On the night of Oct. 4, at one of the largest pro-democracy rallies in Hong Kong to date, Denise Ho (何韻詩), a local pop singer, performed a new song, Raise the Umbrella, a reference to the ubiquitous umbrellas protesters have used to ward off pepper spray. Tens of thousands waved their lighted cellphones in the air, the crowd ecstatic.
But it is unlikely that Ho will be singing that song in China, where, she said the other day, she gets about 80 percent of her income, mostly from performances. She has had no invitations to perform there since the summer, when she began publicly showing support for the pro-democracy movement. A fashion brand recently canceled a job with her, giving no particular reason, she said.
Anthony Wong (黃秋生), another Hong Kong singer who has joined the pro-democracy demonstrations, said that two November shows in China had been “indefinitely postponed” by concert organizers and that he had no pending invitations to perform there.
“I’m just guessing, but I think they are trying to ban us because they’re afraid of different views,” Wong said Thursday night. “They fear that we would spread them. And of course it’s an attempt to punish us, a cold-shoulder treatment of sorts, so we can’t earn their money.”
Wong, Ho and other artistic figures from Hong Kong and Taiwan — including actors like Chow Yun-Fat (周潤發) and Tony Leung (梁朝偉), and a filmmaker Kenneth Ip (舒琪) — have been among the most recognizable faces and voices during the protests that have occupied parts of the city for weeks. Some have spoken at rallies and mingled with students; others have used their social media accounts to express support for the demonstrators.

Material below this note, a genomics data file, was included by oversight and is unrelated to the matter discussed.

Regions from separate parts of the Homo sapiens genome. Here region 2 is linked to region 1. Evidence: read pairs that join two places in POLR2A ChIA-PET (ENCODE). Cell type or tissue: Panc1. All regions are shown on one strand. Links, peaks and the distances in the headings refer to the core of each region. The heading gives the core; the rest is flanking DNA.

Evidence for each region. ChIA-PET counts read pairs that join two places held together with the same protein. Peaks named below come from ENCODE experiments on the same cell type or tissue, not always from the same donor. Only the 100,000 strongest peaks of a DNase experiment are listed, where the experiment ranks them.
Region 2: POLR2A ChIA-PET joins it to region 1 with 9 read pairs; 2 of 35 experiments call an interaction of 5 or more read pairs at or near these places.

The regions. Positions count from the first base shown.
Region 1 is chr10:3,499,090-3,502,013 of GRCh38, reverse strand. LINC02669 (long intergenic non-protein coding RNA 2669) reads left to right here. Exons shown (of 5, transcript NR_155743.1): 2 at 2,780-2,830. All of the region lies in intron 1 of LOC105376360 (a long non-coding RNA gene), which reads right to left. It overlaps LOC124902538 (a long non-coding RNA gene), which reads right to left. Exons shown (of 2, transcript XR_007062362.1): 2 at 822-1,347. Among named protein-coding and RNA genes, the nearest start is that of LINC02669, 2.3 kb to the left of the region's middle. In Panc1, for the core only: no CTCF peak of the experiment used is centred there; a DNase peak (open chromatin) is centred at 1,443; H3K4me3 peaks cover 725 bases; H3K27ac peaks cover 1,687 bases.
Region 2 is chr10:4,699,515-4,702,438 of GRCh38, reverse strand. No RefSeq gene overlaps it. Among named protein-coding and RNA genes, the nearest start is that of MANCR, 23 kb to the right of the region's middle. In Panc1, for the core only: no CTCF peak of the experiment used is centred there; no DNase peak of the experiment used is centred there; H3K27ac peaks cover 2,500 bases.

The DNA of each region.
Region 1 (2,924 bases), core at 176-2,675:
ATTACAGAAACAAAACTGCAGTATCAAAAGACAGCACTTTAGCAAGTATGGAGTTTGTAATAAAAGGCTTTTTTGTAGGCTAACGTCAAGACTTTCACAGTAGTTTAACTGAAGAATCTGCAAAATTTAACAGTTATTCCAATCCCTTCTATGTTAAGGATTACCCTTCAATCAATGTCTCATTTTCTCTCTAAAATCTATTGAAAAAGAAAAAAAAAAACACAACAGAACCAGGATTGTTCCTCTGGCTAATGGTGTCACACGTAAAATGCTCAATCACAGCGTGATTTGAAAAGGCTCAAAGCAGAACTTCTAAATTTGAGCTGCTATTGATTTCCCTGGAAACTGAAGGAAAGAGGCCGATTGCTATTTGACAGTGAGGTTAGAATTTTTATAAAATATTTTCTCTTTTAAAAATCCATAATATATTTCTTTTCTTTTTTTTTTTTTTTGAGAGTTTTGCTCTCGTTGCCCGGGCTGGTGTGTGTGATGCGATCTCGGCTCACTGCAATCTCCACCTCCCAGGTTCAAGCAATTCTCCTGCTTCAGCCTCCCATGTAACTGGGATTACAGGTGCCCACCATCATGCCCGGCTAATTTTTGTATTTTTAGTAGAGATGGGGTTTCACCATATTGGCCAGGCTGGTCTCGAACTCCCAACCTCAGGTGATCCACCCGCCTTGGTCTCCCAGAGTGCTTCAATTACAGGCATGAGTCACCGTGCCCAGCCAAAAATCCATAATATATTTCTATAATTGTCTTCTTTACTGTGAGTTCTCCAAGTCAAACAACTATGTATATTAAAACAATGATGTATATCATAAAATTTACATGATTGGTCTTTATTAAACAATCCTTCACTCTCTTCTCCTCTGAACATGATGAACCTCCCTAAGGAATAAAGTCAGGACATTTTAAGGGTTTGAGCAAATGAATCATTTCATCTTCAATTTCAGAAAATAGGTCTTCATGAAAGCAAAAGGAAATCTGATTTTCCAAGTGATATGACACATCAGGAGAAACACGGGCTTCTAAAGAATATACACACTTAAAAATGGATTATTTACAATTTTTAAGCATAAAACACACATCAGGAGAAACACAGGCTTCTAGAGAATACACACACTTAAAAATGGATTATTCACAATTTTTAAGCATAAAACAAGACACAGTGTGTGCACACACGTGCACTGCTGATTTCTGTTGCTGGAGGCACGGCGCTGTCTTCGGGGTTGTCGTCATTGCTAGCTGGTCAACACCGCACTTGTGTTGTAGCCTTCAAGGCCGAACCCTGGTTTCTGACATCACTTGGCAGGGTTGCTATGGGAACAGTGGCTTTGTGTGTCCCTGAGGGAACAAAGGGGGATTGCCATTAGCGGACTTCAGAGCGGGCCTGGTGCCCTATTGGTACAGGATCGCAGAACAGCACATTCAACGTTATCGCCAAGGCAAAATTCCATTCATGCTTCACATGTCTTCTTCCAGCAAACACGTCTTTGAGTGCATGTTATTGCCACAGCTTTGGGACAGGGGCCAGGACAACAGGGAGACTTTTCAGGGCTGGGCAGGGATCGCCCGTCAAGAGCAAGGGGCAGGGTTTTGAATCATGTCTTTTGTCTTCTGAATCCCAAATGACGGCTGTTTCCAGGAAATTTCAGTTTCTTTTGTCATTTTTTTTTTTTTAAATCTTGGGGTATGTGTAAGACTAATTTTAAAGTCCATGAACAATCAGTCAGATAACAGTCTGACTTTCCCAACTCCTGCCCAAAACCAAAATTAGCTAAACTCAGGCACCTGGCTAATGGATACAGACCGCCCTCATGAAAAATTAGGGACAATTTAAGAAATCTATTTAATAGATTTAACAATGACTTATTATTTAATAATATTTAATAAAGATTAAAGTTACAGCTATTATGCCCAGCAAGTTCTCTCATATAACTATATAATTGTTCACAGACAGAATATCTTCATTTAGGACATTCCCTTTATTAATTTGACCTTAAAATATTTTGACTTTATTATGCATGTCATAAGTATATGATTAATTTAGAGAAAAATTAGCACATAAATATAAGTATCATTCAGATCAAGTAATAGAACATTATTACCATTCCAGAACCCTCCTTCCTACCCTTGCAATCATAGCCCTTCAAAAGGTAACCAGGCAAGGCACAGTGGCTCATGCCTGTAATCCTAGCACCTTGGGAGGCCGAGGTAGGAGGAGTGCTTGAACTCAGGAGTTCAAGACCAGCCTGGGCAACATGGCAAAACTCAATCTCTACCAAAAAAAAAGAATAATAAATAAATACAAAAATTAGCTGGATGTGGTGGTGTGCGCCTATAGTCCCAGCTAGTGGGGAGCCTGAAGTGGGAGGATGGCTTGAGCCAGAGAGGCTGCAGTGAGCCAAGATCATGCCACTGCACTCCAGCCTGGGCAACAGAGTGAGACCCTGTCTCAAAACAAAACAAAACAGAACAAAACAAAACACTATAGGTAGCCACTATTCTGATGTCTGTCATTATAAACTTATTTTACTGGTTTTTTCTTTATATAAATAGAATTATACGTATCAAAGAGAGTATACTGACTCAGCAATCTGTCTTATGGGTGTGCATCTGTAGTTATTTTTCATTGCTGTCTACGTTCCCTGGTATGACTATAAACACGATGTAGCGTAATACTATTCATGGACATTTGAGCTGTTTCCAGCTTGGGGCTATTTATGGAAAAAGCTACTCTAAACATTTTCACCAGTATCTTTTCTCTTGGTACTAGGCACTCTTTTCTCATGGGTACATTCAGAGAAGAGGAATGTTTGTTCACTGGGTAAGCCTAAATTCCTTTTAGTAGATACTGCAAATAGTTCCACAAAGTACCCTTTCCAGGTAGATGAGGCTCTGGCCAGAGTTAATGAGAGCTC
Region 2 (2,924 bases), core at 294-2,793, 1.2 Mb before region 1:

Photo: EPA/jeon Heon-kyun
Before the protests, initially led by a movement called Occupy Central With Love and Peace, the names and faces of these performers were featured regularly on stages and screens in China, as well as in advertisements.
But now they are being shunned by fans and companies in China, on whose support many of their careers depend. Arms of China’s state-run news media have denounced them as disloyal to their country. Photographs of a list containing the names of Wong, Ho and other artists were circulated on social media this week. The list was said to be a blacklist of pro-Occupy artists that had been drawn up and sent to mainland news media outlets and entertainment companies, with instructions not to mention or promote the stars.
“Regardless of how official the bans might be, they can always achieve the same result by scaring off people or companies who might otherwise want to approach us,” said Ho, who was camping out this week beneath an overpass near Hong Kong’s government headquarters, amid a sea of colorful tents.
An American celebrity, jazz saxophonist Kenny G, appeared to stumble into the controversy this week when he posted online photos of himself at one of the protest sites. The musician, who is popular in China, later deleted the photos and issued statements saying they had not been meant to show support for the demonstrations.
VIOLATING ‘THE LAW’
In a commentary published Wednesday, state news agency Xinhua delivered an ominous rebuke to celebrities backing the protests, hinting at further consequences to come.
“You have violated the principles of ‘one country, two systems,’ challenged the authority of the central party, ignored the Basic Law, and earned fistfuls of cash only to then turn and scold your motherland,” said the commentary, singling out Ho, Wong and a Hong Kong actor Chapman To (杜汶澤), who have been among the most visible celebrities at the protest sites. “Is this how you treat the country that gave birth to you and raised you?”